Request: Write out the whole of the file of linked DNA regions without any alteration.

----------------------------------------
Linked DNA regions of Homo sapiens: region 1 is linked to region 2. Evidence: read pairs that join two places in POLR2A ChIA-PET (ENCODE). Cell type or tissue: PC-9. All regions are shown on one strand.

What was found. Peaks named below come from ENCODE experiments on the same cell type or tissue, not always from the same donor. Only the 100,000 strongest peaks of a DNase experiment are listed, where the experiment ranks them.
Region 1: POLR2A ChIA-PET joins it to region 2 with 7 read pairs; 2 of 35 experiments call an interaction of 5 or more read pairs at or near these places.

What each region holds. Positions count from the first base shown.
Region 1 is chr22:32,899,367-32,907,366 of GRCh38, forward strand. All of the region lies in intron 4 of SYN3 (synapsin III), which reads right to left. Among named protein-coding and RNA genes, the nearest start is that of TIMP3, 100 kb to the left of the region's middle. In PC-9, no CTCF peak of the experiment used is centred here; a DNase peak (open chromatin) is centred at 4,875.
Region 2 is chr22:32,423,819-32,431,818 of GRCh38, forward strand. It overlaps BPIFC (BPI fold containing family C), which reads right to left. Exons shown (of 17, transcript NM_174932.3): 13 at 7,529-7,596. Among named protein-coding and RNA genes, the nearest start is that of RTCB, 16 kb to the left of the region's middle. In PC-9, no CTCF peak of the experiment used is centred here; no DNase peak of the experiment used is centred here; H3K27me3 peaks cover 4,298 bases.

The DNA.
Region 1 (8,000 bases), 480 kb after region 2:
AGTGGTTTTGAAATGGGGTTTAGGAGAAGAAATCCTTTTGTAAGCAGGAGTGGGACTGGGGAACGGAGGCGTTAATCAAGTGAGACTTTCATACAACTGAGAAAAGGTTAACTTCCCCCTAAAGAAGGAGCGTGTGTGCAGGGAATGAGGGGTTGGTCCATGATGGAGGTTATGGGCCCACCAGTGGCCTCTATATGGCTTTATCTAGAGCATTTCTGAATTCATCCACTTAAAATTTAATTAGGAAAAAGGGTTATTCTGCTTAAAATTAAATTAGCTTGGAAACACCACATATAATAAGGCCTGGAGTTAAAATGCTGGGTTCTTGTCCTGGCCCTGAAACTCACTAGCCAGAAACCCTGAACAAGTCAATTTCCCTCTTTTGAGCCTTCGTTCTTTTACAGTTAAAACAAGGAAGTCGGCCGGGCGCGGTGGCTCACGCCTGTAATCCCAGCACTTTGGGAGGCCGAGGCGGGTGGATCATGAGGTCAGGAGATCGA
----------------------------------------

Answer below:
Linked DNA regions of Homo sapiens: region 1 is linked to region 2. Evidence: read pairs that join two places in POLR2A ChIA-PET (ENCODE). Cell type or tissue: PC-9. All regions are shown on one strand.

What was found. Peaks named below come from ENCODE experiments on the same cell type or tissue, not always from the same donor. Only the 100,000 strongest peaks of a DNase experiment are listed, where the experiment ranks them.
Region 1: POLR2A ChIA-PET joins it to region 2 with 7 read pairs; 2 of 35 experiments call an interaction of 5 or more read pairs at or near these places.

What each region holds. Positions count from the first base shown.
Region 1 is chr22:32,899,367-32,907,366 of GRCh38, forward strand. All of the region lies in intron 4 of SYN3 (synapsin III), which reads right to left. Among named protein-coding and RNA genes, the nearest start is that of TIMP3, 100 kb to the left of the region's middle. In PC-9, no CTCF peak of the experiment used is centred here; a DNase peak (open chromatin) is centred at 4,875.
Region 2 is chr22:32,423,819-32,431,818 of GRCh38, forward strand. It overlaps BPIFC (BPI fold containing family C), which reads right to left. Exons shown (of 17, transcript NM_174932.3): 13 at 7,529-7,596. Among named protein-coding and RNA genes, the nearest start is that of RTCB, 16 kb to the left of the region's middle. In PC-9, no CTCF peak of the experiment used is centred here; no DNase peak of the experiment used is centred here; H3K27me3 peaks cover 4,298 bases.

The DNA.
Region 1 (8,000 bases), 480 kb after region 2:
AGTGGTTTTGAAATGGGGTTTAGGAGAAGAAATCCTTTTGTAAGCAGGAGTGGGACTGGGGAACGGAGGCGTTAATCAAGTGAGACTTTCATACAACTGAGAAAAGGTTAACTTCCCCCTAAAGAAGGAGCGTGTGTGCAGGGAATGAGGGGTTGGTCCATGATGGAGGTTATGGGCCCACCAGTGGCCTCTATATGGCTTTATCTAGAGCATTTCTGAATTCATCCACTTAAAATTTAATTAGGAAAAAGGGTTATTCTGCTTAAAATTAAATTAGCTTGGAAACACCACATATAATAAGGCCTGGAGTTAAAATGCTGGGTTCTTGTCCTGGCCCTGAAACTCACTAGCCAGAAACCCTGAACAAGTCAATTTCCCTCTTTTGAGCCTTCGTTCTTTTACAGTTAAAACAAGGAAGTCGGCCGGGCGCGGTGGCTCACGCCTGTAATCCCAGCACTTTGGGAGGCCGAGGCGGGTGGATCATGAGGTCAGGAGATCGA